Act proactively and speak to your teen before a tragedy occurs. Aside from potential financial damage, there are far worse consequences to your teen being involved in a crash. Don’t let your child become one of the thousands of people who die in teen driver-related crashes every year.

And remember – your teen is at risk just like anyone else. Assuming that your child is invincible can be deadly!

Information from Teendriversource.com , MADD, NHTSA, NSC, AAA and teensafedriving.org


Properly Training Young Summer Help Workers

Within the next couple of months, school will be out for the summer vacation and thousands of young people are going to go job hunting.
Most of these young people have never been exposed to the hazards and dangers of the workplace environment.
You’ve been working in the lumberyard or the warehouse for so long that certain types of behavior are second nature to you; you even forget that you are doing what you are doing for a reason. Not so for the new guy who’s never been in the workplace before.
Simple things like watching for forklifts is something that you do without even thinking about it but the young people who just got hired hasn’t been working around forklifts before and needs to learn to listen and watch for them even as they listen and watch for him or her.

So where do you start? If this type of behavior is now second nature, you probably don’t even know what it is that your new hire needs to know.

Fortunately, OSHA’s young worker’s construction safety topics page is there for you. With thirteen short videos, you can sit your new hires down to view them and know that they’ve been at least been given the basics of safety that’ll hopefully protect them as they do their job.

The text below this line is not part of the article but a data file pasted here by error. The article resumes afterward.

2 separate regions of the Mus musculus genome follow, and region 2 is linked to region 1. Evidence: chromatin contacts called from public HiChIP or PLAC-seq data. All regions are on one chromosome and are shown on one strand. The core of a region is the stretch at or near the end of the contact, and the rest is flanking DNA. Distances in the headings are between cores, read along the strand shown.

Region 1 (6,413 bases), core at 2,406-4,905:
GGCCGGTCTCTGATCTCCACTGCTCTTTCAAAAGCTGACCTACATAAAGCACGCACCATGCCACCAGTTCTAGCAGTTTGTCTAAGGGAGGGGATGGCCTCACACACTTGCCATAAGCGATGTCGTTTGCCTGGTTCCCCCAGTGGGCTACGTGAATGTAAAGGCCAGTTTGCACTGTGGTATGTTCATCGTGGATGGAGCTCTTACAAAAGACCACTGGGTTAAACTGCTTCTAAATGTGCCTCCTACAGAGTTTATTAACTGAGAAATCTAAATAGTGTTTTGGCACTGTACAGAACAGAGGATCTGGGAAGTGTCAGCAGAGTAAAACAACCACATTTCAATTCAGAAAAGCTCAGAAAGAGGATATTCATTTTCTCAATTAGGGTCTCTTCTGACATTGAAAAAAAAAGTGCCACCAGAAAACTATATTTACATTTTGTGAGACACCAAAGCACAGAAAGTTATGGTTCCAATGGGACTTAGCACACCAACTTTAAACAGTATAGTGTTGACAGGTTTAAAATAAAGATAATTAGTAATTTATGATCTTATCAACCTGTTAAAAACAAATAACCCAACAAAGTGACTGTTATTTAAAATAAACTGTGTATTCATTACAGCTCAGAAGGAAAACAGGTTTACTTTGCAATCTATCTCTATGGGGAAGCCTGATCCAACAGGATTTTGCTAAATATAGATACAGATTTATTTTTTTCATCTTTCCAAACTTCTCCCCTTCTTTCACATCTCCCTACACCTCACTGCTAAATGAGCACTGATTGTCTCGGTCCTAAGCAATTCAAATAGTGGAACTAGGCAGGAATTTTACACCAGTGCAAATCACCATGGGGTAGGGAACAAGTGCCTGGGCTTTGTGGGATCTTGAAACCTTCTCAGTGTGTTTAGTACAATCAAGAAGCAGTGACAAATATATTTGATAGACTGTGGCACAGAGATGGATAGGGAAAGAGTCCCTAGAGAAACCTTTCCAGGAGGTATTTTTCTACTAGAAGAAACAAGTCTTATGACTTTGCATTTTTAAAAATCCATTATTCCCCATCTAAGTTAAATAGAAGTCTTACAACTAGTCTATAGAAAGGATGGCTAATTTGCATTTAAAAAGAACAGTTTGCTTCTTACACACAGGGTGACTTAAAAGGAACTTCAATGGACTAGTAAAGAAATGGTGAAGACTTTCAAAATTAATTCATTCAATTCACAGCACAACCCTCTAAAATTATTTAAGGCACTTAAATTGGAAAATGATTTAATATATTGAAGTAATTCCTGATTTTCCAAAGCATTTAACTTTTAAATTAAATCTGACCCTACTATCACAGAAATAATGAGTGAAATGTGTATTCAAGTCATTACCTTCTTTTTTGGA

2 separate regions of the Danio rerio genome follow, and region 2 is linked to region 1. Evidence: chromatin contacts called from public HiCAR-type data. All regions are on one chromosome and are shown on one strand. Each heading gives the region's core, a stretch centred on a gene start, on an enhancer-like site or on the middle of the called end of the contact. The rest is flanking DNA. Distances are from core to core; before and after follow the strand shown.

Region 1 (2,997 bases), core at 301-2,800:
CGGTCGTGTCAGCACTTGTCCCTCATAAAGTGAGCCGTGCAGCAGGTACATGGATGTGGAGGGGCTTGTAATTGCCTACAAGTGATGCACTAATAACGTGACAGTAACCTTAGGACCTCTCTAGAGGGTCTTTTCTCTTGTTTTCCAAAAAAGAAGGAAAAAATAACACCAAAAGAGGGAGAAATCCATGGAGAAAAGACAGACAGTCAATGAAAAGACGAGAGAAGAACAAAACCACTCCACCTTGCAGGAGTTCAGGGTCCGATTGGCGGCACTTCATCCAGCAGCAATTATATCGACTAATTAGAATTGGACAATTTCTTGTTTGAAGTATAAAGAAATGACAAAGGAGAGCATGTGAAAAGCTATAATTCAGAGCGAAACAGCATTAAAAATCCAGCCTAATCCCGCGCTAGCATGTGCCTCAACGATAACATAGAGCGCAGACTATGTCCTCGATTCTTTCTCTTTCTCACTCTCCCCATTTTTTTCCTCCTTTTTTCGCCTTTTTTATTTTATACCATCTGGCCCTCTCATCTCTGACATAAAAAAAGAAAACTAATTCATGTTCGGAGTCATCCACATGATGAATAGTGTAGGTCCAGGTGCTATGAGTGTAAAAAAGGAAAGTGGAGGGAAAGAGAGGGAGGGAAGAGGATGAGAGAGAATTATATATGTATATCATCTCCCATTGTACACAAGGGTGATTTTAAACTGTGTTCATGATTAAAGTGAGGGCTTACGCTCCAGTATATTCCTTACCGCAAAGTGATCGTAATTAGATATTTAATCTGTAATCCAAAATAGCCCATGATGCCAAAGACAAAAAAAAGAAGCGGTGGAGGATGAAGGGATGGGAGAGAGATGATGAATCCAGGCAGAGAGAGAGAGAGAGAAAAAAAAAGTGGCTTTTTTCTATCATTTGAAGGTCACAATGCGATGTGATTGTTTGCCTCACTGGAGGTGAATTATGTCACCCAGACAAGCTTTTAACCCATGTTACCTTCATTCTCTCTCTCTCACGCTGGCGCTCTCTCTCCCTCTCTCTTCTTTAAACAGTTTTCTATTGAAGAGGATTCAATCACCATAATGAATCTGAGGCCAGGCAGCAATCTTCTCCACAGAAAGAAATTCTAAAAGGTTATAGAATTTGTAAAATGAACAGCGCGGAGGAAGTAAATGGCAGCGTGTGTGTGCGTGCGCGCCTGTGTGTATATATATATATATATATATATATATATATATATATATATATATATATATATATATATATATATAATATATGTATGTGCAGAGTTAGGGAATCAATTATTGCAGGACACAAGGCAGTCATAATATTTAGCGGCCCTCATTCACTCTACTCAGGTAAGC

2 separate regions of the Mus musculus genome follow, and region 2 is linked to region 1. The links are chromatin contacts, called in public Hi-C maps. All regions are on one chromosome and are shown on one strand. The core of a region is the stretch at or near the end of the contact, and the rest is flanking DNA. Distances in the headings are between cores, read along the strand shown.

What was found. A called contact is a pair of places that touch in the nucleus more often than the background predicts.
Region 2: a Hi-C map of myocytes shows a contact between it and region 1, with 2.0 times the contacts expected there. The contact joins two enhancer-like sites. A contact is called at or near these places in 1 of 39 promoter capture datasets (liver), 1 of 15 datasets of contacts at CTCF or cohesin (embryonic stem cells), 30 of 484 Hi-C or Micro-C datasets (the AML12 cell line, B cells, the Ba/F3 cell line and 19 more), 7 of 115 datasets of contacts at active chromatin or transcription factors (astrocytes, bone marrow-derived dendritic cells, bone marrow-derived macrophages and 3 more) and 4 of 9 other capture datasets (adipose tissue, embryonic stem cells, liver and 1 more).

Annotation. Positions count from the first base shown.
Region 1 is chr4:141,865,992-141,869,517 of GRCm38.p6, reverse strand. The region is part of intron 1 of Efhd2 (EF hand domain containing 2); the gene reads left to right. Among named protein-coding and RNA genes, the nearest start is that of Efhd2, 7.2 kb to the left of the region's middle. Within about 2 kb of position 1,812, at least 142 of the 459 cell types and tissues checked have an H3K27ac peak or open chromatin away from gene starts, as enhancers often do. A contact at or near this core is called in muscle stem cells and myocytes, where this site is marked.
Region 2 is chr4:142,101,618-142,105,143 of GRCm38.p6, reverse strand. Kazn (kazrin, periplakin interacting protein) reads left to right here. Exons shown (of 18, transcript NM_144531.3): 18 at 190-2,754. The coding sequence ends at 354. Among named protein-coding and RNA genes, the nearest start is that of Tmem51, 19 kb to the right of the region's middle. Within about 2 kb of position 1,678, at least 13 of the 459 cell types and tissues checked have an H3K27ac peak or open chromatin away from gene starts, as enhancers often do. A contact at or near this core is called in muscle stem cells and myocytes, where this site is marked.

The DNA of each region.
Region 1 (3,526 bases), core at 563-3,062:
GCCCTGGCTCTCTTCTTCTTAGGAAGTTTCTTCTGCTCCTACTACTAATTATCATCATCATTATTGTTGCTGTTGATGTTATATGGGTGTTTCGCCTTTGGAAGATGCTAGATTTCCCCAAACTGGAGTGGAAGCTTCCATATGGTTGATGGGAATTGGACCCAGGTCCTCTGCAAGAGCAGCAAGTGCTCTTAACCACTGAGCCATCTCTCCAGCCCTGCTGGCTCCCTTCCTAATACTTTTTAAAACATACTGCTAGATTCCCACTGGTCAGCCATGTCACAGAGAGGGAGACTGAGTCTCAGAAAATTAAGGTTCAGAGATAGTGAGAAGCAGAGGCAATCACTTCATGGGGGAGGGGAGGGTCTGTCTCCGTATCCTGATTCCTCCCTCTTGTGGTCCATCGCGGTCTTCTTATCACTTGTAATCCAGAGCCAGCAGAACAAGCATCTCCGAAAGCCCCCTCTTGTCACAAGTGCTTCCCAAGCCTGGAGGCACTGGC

The following videos are available:

Construction Safety Topics

General Protection

Hearing Protection

Protective Shoes

Head Protection

Eye Protection

Landscaping Safety Topics

Eye Protection

Ear Protection

Foot Protection

Hand Protection

Leg Protection

Lifting

Shoveling

Sun and Hydration


Safety Class Required for Parking Space at High School

Here’s an interesting idea to help cut down on accidents due to reckless driving in high school students. Seems the principal of a high school in Beaufort North Carolina, upset and grieved at the number of accidents among his high school students decided that all teenagers who were driving should have to go through a safe driving class. The problem was getting the students to attend.

He came up with a simple and highly effective plan. If you want a parking permit, you have to sit through the class.

The idea is growing. The class, developed by the National Safety Council entitled Alive at 25 is being taught in more and more high schools across the country. Most dont require the class in exchange for the parking permit but that idea is catching on as well.

Fact is that High School students are one of the most at risk groups when it comes to road fatalities. Anything and everything that can be done to make sure the message is getting through is a step in the right direction.

The videos shown in the class are extremely graphic and shocking and even the most blaze of students doesnt not walk away unaffected by them.

For more information on the Alive at 25 program, visit http://aliveat25.us/